EARNINGS CALL

Trump Factor Net Positive For Tegna Political

In today’s earnings call, Tegna Media President Dave Lougee and Tegna CEO Gracia Matore were unconcerned about a shortfall in political in the second quarter, saying 3Q and 4Q would be significantly greater than in comparable years with Trump spending ramping up. In addition, core should rebound in the 3Q because of the Olympics airing on Tegna's NBC affiliates next month. "Olympics are really strong," Lougee said, noting that sales are up in "high single digits" percentage over the $48 million the group booked from the games in the 2012.

Republican Presidential nominee Donald Thump and his supporters may spend less on political TV advertising this year than Mitt Romney and his backers did in 2012, but that should not stop Tegna from posting record political revenue for the year, Tegna executives told securities analysts on a call to discuss their second quarter earnings this morning.

Tegna Media President Dave Lougee explained “the Trump Factor.”

First of all, Trump spending will likely pick up, he said. Second, Republican donors who don’t want to spend money on Trump will simply spend it on GOP candidates for the House, Senate and state houses.

“We are as good or better in terms of our footprint on those contested races as we are presidential, so for us it’s just a shift of funds,” Lougee said.

And, third, Trump may put more states into play. “For instance, he and Hillary Clinton are now polling neck and neck in one poll in Georgia.”

Lougee and Tegna CEO Gracia Matore were unconcerned about a shortfall in political in the second quarter because it traditionally is not a big quarter for that category, relying mostly on early presidential spending.  

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The shortfall is immaterial, she said, amounting to only a “few million dollars.”

“We are always well aware when we are budgeting that 80% to 85% of the dollars come in the back half of the year,” said Matore.

Neither Martore nor Lougee would give a dollar estimate for their political take for the year, except to say it would be a record and that the take in the back half of the year (3Q and 4Q) would be significantly greater than in comparable years.

In 2012, the last presidential year, political revenue was $170 million ($56 million in 3Q and $114 million in 4Q), Matore said.

Lougee also explained why core advertising was slightly down in the second quarter.

“We were unfavorably affected by two factors, not having the Final Four game on CBS this year and a negative variance in insurance category due to Obamacare spending last year,” he said. “We finally cycled past that issue starting in this third quarter.”

Pressed by the analysts, Lougee added that the group also suffered from weakness in the telecom and retail categories. That retail downturn was “driven mostly by a large advertiser in the South that we chose not to take because of some pricing issues.”

Lougee also said Texas stations suffered because of a downturn in the state’s oil economy.

On the other hand, Martore said, auto and services were “very strong.” The “nice increase in auto” was particularly welcomed as it accounts for 25% of core, she said.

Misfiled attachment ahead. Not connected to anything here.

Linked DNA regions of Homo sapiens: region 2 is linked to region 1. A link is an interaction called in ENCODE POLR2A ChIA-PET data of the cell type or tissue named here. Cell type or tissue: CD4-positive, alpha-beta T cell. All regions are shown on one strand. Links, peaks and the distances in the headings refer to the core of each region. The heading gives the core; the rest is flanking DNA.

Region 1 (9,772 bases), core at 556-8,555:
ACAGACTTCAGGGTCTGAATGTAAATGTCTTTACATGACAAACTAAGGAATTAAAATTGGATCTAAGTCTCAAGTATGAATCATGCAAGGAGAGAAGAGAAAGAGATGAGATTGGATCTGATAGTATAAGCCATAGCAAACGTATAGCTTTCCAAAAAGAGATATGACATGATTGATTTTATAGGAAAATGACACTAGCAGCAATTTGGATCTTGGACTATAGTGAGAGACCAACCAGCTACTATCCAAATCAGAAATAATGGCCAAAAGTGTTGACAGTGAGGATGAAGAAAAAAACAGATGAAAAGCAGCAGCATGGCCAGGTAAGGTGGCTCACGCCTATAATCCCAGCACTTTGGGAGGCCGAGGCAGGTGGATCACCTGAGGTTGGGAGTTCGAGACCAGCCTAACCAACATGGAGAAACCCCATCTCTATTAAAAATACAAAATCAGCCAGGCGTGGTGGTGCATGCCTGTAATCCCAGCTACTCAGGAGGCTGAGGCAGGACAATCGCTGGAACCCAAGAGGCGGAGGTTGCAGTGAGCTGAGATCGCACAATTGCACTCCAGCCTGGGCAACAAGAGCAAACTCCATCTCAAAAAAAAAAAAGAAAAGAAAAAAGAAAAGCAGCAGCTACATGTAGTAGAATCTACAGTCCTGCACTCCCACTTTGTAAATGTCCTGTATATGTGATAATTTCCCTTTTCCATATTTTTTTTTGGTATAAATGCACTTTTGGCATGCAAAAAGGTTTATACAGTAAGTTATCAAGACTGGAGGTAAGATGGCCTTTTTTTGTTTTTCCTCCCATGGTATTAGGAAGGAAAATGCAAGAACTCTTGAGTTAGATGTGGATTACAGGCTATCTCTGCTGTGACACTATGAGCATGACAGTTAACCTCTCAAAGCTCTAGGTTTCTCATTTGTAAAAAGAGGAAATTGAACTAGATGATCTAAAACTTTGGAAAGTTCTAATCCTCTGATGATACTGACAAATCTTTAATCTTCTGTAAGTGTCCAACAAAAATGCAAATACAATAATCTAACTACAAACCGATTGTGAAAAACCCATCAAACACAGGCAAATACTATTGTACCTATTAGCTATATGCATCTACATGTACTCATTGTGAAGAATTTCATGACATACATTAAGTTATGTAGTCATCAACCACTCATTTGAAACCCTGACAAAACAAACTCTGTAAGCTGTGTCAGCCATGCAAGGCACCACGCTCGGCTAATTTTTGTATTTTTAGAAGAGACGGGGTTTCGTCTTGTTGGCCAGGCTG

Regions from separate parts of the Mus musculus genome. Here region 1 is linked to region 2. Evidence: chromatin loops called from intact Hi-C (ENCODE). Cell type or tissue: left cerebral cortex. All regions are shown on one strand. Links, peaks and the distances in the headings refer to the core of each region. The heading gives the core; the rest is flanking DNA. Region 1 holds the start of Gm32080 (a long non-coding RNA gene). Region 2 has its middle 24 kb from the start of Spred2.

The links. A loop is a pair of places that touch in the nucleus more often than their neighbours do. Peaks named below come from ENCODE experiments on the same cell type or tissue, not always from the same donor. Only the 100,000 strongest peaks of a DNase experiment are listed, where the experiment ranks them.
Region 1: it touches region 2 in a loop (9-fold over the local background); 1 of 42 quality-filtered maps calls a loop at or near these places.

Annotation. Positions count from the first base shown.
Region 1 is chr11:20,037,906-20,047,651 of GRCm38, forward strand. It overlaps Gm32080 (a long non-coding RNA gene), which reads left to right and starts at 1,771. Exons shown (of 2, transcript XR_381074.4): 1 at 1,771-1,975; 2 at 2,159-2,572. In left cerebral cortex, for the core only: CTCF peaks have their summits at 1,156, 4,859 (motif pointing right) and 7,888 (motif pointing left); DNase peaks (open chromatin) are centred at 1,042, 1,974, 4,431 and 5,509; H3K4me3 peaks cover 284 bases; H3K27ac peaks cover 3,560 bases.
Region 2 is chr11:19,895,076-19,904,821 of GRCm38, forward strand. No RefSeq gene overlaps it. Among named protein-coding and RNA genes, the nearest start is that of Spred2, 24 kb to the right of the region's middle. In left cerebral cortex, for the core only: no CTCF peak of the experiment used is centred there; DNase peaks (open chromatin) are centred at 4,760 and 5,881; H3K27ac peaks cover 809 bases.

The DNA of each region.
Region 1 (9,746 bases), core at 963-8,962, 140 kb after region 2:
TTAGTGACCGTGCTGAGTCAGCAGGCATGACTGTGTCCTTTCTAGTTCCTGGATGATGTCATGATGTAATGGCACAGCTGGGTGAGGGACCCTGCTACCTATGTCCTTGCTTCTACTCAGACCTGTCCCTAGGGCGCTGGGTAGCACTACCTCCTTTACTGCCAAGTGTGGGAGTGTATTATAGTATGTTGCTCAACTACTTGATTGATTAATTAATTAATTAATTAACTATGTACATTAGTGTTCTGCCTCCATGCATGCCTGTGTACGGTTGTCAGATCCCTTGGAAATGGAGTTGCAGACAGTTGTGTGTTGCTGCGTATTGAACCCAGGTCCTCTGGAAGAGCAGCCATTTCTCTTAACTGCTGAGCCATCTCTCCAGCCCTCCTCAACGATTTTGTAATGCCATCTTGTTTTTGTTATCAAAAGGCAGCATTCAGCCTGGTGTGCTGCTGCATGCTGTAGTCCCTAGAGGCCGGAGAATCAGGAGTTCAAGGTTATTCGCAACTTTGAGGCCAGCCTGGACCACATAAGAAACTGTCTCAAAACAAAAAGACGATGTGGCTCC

Of course, core should rebound in the 3Q because of the Olympics airing on Tegna’s NBC affiliates next month.

“Olympics are really strong,” Lougee said, noting that sales are up in “high single digits” percentage over the $48 million the group booked from the games in the 2012.

The negative news about the Olympics and the readiness of Rio de Janiero has not had a negative effect on sales, Lougee said. On the contrary, the “news and noise” has raised the interest in the games, he said. There’s been “nothing to scare away advertisers.”

Tegna is making the most of the games, he said. “As with all past Olympics, our NBC stations will be among the very highest rated. Using our scale, we have a centralized crew in Rio that will be co-producing with NBC Sports a nightly half-hour program for all our NBC stations giving higher rated lead-in programming for primetime coverage as well as more inventory to sell.”

Louge said that Tegna is also benefiting from a new centralized spot pricing desk. It’s “putting dollars in our pockets by using data and analytics to make better and faster pricing decisions as political orders come in at the last minute with little visibility.”

In his presentation, Lougee trumpeted a few other initiatives. In news, he said, the group is rolling out a series of “proven practices.”

Among them is what Tegna calls “social listening,” he said. With software like CrowdTangle, he said, “our journalists are now using crowd-sourced data to make real-time content decisions on every platform. The result is less repetition and more relevance.”

Another is Verify, a political fact-checking service that, Lougee said, “lives at the intersection of Anthony Bordain and local news.” The service offers skeptical viewers “a transparent look at the truth.”

Lougee also oversees Tegna’s budding program syndication arm. Its first major offering, T.D. Jakes, is now cleared in 58 markets covering 43% of U.S. TV homes. And those numbers will soon grow with the announcement of another distribution deal, he said.

“Awareness of host T.D. Jakes has skyrocketed in the aftermath of the tragic police shootings in Dallas,” Lougee said. “He was sought out by civic leaders and media outlets everywhere as a healing voice for the city and the nation on both traditional outlets as well as social media.”

The show is a harbinger, he said. “We have six different pilots of new live local shows underway in six markets and in the syndication space.”


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